Once I was wondering, how different the ‘hello world’ in assembler on Linux would be from one on MacOS.

It appears that not by much. Just some extra tricks required to make things work as expected: taking into account different write and exit syscall numbers, as well as adding extra parameters (-macosx_version_min and -lSystem) to the linker.

The code is pretty straightforward, as rediscovering ‘hello world’ is hard, thus just taking it from here:

global _main

mov rax, 0x2000004      ; syscall 4: write (
mov rdi, 1              ;    fd,
mov rsi, Msg            ;    buffer,
mov rdx, Len            ;    size
syscall                 ; )

mov rax, 0x2000001      ; syscall 1: exit (
mov rdi, 0              ;    retcode
syscall                 ; )

Msg db `Hello, world!\n`
Len: equ $-Msg

Next it needs to be compiled (by nasm in this case, can be installed with brew install nasm) and linked:

$ nasm -fmacho64 -o hello.o hello.asm
$ ld -o hello hello.o -macosx_version_min 10.13 -lSystem
$ ./hello
Hello, world

More details on NASM in MacOS here.

Setting up gdb requires some more tricks with code-signing. Those tricks are described here and here. Short dump of commands for reference:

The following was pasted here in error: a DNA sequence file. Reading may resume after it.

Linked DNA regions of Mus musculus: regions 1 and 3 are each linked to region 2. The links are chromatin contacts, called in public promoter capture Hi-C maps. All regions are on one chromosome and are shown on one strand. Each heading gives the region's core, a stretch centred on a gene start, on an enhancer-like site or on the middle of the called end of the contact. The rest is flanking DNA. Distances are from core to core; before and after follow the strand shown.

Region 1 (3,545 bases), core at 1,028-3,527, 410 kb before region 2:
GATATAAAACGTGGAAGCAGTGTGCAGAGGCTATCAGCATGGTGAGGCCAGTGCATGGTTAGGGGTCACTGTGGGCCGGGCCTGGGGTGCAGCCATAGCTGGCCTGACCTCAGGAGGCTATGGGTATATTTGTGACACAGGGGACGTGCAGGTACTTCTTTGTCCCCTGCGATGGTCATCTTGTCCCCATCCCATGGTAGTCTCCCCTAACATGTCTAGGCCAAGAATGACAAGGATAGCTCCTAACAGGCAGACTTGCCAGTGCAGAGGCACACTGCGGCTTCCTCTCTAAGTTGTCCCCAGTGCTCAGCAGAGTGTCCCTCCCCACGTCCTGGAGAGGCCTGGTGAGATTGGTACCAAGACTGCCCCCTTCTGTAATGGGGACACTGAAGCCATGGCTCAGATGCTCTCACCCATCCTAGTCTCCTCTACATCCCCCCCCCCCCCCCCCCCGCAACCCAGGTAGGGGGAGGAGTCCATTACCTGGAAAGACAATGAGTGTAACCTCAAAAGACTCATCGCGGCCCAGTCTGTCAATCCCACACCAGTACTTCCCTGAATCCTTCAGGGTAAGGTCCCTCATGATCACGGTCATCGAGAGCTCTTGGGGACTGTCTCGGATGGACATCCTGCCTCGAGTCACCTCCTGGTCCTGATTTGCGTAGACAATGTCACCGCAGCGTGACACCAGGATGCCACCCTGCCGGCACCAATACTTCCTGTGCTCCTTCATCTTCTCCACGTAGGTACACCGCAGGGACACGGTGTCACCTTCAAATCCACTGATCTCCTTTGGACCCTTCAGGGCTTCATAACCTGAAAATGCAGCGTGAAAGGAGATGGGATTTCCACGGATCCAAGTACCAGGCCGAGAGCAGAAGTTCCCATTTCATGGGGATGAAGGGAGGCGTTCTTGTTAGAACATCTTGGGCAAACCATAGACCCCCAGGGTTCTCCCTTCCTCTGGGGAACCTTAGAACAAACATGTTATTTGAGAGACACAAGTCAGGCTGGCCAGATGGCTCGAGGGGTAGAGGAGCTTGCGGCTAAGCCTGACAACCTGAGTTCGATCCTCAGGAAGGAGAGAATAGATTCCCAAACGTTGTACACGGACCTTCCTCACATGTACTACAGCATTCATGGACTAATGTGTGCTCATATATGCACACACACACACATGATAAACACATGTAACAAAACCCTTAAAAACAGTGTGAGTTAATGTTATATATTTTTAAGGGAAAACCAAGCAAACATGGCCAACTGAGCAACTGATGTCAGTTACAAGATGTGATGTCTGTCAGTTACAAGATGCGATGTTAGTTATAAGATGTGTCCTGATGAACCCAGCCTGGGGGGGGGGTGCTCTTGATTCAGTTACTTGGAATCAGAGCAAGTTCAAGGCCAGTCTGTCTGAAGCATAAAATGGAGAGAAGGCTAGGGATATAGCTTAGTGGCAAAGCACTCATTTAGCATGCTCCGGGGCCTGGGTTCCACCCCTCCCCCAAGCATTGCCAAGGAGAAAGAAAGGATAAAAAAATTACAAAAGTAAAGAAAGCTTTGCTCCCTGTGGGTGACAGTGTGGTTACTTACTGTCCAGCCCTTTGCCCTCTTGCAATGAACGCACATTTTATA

# Keychain Access -> Certificate Assistant -> Create Certificate
# gdb-cert, Self Signed Root, Code Signing, Let me override defaults
# Specify a Location for The Certificate: Keychain = System
# On the certificate: Trust section, Code Signing = Always Trust

$ sudo killall taskgated
$ codesign -fs gdb-cert "$(which gdb)"
$ echo "set startup-with-shell off" > ~/.gdbinit

$ codesign --entitlements gdb.xml -fs gdb-cert /usr/local/bin/gdb
$ cat gdb.xml
<?xml version="1.0" encoding="UTF-8"?>
<!DOCTYPE plist PUBLIC "-//Apple//DTD PLIST 1.0//EN"
<plist version="1.0">

After that gdb can be run without sudo:

$ gdb hello
GNU gdb (GDB) 8.3
Reading symbols from hello...
(No debugging symbols found in hello)
(gdb) b main
Breakpoint 1 at 0x1fd9
(gdb) r
Starting program: /path/to/hello
Thread 2 hit Breakpoint 1, 0x0000000000001fd9 in main ()
(gdb) s
Single stepping until exit from function main,
which has no line number information.
Hello, world!
[Inferior 1 (process 7485) exited normally]